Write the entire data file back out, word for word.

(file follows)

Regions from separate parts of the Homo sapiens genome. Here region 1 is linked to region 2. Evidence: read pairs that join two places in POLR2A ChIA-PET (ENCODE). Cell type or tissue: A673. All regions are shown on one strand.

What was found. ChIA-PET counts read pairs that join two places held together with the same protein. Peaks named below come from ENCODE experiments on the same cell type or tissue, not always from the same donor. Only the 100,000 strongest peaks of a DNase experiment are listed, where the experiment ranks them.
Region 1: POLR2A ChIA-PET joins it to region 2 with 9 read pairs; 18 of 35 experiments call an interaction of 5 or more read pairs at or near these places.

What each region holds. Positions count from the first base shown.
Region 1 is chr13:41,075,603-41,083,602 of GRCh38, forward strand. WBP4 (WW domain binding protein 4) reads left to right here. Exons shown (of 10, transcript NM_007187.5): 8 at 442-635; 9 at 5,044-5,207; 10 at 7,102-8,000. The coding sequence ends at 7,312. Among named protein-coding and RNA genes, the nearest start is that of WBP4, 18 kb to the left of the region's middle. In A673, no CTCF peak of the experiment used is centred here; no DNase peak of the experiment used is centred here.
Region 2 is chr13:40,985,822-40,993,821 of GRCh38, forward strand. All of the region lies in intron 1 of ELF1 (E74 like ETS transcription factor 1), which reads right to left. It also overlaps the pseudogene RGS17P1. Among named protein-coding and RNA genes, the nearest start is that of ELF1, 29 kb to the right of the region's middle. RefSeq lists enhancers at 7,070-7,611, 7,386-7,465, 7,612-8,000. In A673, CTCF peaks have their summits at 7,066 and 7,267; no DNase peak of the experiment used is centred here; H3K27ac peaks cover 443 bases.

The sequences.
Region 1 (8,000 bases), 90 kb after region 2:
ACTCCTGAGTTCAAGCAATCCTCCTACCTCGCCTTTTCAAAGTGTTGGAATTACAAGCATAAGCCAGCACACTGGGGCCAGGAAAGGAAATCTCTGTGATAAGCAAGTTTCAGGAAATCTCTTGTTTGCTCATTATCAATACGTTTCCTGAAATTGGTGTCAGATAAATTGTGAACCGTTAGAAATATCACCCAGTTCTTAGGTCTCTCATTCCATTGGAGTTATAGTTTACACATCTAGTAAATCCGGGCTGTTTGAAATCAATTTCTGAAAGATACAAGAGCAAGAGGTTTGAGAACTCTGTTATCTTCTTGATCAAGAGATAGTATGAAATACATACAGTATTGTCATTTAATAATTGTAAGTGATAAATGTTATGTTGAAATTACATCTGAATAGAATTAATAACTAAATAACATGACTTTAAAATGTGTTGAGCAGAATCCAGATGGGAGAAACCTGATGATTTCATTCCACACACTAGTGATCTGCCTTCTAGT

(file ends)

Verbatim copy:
Regions from separate parts of the Homo sapiens genome. Here region 1 is linked to region 2. Evidence: read pairs that join two places in POLR2A ChIA-PET (ENCODE). Cell type or tissue: A673. All regions are shown on one strand.

What was found. ChIA-PET counts read pairs that join two places held together with the same protein. Peaks named below come from ENCODE experiments on the same cell type or tissue, not always from the same donor. Only the 100,000 strongest peaks of a DNase experiment are listed, where the experiment ranks them.
Region 1: POLR2A ChIA-PET joins it to region 2 with 9 read pairs; 18 of 35 experiments call an interaction of 5 or more read pairs at or near these places.

What each region holds. Positions count from the first base shown.
Region 1 is chr13:41,075,603-41,083,602 of GRCh38, forward strand. WBP4 (WW domain binding protein 4) reads left to right here. Exons shown (of 10, transcript NM_007187.5): 8 at 442-635; 9 at 5,044-5,207; 10 at 7,102-8,000. The coding sequence ends at 7,312. Among named protein-coding and RNA genes, the nearest start is that of WBP4, 18 kb to the left of the region's middle. In A673, no CTCF peak of the experiment used is centred here; no DNase peak of the experiment used is centred here.
Region 2 is chr13:40,985,822-40,993,821 of GRCh38, forward strand. All of the region lies in intron 1 of ELF1 (E74 like ETS transcription factor 1), which reads right to left. It also overlaps the pseudogene RGS17P1. Among named protein-coding and RNA genes, the nearest start is that of ELF1, 29 kb to the right of the region's middle. RefSeq lists enhancers at 7,070-7,611, 7,386-7,465, 7,612-8,000. In A673, CTCF peaks have their summits at 7,066 and 7,267; no DNase peak of the experiment used is centred here; H3K27ac peaks cover 443 bases.

The sequences.
Region 1 (8,000 bases), 90 kb after region 2:
ACTCCTGAGTTCAAGCAATCCTCCTACCTCGCCTTTTCAAAGTGTTGGAATTACAAGCATAAGCCAGCACACTGGGGCCAGGAAAGGAAATCTCTGTGATAAGCAAGTTTCAGGAAATCTCTTGTTTGCTCATTATCAATACGTTTCCTGAAATTGGTGTCAGATAAATTGTGAACCGTTAGAAATATCACCCAGTTCTTAGGTCTCTCATTCCATTGGAGTTATAGTTTACACATCTAGTAAATCCGGGCTGTTTGAAATCAATTTCTGAAAGATACAAGAGCAAGAGGTTTGAGAACTCTGTTATCTTCTTGATCAAGAGATAGTATGAAATACATACAGTATTGTCATTTAATAATTGTAAGTGATAAATGTTATGTTGAAATTACATCTGAATAGAATTAATAACTAAATAACATGACTTTAAAATGTGTTGAGCAGAATCCAGATGGGAGAAACCTGATGATTTCATTCCACACACTAGTGATCTGCCTTCTAGT